UK network operator offers earlier grid connections for 836 MW

UK Power Networks’ (UKPN) distribution system operator (DSO) is expediting grid connections for 25 UK projects, totaling 836 MW.

UKPN‘s DSO has developed a fast-track connection scheme so 25 projects in the United Kingdom can quickly connect to the grid. The “Technical Limits” program uses insights from UKPN’s distributed energy resource management platform to offer earlier connections.

The scheme has been designed to cut years off connection times for developers of projects who were initially told they could have to wait up to a decade, or even longer in some cases, as some new solar projects are already securing grid connection dates past 2035 in the United Kingdom.

The projects that have accepted the fast-track offer have a cumulative capacity of 836 MW, which amounts to roughly one-fifth of the peak demand of London’s distribution network, according to UKPN.

They include a 98 MW solar farm in eastern England and a 100 MW combined storage and solar site in the southeastern part of the country. There are 14 projects in the scheme across all of eastern England, totaling 465 MW, and 11 schemes in Kent, Surrey and Sussex, totaling 371 MW.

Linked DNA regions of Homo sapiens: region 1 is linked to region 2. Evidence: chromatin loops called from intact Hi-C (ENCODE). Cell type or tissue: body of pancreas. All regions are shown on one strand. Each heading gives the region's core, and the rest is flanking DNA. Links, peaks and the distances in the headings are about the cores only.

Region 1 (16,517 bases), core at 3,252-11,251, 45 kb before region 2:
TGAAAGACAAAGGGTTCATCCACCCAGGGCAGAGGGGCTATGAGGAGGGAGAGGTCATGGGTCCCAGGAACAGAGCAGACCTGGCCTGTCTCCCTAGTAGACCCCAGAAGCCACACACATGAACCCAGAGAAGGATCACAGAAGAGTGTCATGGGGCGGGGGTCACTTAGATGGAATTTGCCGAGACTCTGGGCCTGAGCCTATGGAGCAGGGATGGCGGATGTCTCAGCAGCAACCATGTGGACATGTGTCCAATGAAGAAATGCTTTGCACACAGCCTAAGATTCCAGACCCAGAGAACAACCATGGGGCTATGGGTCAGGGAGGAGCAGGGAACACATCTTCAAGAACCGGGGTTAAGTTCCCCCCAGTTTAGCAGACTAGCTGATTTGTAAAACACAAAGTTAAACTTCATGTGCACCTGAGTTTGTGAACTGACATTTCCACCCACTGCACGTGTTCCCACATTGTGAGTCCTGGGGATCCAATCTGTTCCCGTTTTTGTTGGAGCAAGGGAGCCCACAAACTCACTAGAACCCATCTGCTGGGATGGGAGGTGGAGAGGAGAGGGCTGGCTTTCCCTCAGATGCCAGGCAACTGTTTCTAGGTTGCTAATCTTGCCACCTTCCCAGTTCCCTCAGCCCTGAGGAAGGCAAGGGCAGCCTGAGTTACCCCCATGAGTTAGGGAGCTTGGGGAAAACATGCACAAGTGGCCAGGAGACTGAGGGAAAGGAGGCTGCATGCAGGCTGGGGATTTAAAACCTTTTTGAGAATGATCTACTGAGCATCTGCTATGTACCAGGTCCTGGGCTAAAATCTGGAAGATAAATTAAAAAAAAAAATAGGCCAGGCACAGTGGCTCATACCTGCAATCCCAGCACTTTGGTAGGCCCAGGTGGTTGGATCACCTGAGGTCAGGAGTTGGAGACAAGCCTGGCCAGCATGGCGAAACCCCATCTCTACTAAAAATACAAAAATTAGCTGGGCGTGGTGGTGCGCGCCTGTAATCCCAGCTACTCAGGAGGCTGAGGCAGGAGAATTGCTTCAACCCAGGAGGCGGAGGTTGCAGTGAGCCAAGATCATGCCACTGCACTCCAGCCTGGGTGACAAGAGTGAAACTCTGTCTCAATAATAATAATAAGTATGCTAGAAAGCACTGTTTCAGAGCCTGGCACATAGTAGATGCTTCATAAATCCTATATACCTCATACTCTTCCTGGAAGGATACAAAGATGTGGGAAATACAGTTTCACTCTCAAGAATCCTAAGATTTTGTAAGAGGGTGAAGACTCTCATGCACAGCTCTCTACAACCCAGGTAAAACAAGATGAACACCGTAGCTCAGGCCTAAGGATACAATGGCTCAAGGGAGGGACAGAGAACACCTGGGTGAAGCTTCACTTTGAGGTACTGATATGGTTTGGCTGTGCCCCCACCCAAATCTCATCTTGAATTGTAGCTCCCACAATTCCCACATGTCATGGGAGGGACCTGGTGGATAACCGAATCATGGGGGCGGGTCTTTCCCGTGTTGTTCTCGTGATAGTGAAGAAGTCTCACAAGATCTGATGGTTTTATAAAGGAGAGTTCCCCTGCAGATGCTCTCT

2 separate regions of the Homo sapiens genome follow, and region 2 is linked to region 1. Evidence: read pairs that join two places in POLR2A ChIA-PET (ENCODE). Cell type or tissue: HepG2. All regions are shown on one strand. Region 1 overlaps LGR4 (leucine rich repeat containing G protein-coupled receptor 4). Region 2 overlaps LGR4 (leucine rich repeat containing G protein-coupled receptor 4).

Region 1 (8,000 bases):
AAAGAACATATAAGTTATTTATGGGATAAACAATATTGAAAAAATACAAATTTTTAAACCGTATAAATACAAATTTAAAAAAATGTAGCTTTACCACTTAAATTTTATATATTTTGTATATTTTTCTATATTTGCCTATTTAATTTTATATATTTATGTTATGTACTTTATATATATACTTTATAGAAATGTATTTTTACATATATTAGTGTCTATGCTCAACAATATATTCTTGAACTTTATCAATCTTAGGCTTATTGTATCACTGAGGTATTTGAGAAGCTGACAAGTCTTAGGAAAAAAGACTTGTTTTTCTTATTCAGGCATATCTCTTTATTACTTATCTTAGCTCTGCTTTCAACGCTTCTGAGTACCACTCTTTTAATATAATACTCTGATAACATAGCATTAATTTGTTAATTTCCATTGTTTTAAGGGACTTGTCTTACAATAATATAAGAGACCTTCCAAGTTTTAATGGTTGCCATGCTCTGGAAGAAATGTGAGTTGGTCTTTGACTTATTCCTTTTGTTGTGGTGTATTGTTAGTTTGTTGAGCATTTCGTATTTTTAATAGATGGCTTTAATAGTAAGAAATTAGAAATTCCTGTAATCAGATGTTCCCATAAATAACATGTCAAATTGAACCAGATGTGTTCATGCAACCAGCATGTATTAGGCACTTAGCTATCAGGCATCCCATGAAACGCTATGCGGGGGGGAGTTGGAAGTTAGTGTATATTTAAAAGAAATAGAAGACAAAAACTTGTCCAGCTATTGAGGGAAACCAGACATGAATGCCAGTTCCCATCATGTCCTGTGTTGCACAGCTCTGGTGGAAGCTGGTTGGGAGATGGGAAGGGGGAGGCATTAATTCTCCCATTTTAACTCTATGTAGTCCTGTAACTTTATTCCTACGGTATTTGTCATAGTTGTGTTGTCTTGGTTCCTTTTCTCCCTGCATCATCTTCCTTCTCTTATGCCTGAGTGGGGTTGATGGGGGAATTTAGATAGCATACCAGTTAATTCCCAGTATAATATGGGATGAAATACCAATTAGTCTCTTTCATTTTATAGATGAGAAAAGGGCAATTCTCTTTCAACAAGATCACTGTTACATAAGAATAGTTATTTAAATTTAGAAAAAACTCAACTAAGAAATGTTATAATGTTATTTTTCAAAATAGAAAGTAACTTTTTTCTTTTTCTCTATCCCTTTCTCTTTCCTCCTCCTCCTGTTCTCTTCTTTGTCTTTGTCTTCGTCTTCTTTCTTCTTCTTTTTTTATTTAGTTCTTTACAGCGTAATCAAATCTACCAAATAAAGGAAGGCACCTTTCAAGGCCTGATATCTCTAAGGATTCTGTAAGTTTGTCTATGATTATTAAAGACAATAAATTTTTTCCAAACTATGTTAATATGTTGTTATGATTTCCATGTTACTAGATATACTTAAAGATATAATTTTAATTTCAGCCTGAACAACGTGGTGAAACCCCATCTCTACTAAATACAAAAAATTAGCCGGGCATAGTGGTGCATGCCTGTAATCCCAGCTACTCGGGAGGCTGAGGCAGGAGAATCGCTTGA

UKPN said the announcement is the first phase of a series that will release multiple gigawatts of capacity for generation projects in 2024.

“We’re taking real, tangible action to help our customers overcome the long-term challenges on the national transmission system, an approach that is ultimately going to get more green energy into more people’s homes and businesses,” said UKPN Director of DSO Sotiris Georgiopoulos.

Giles Frampton, director of Evolution Power Ltd., said the connection date for one of the company’s PV projects will be brought forward by four years under the scheme.

“UK Power Networks’ proactive engagement with developers is making a real difference to schemes that are ready to deliver low-carbon, low cost, sustainable green energy for the benefit of all,” added Frampton.

This post appeared first on PV Magazine.

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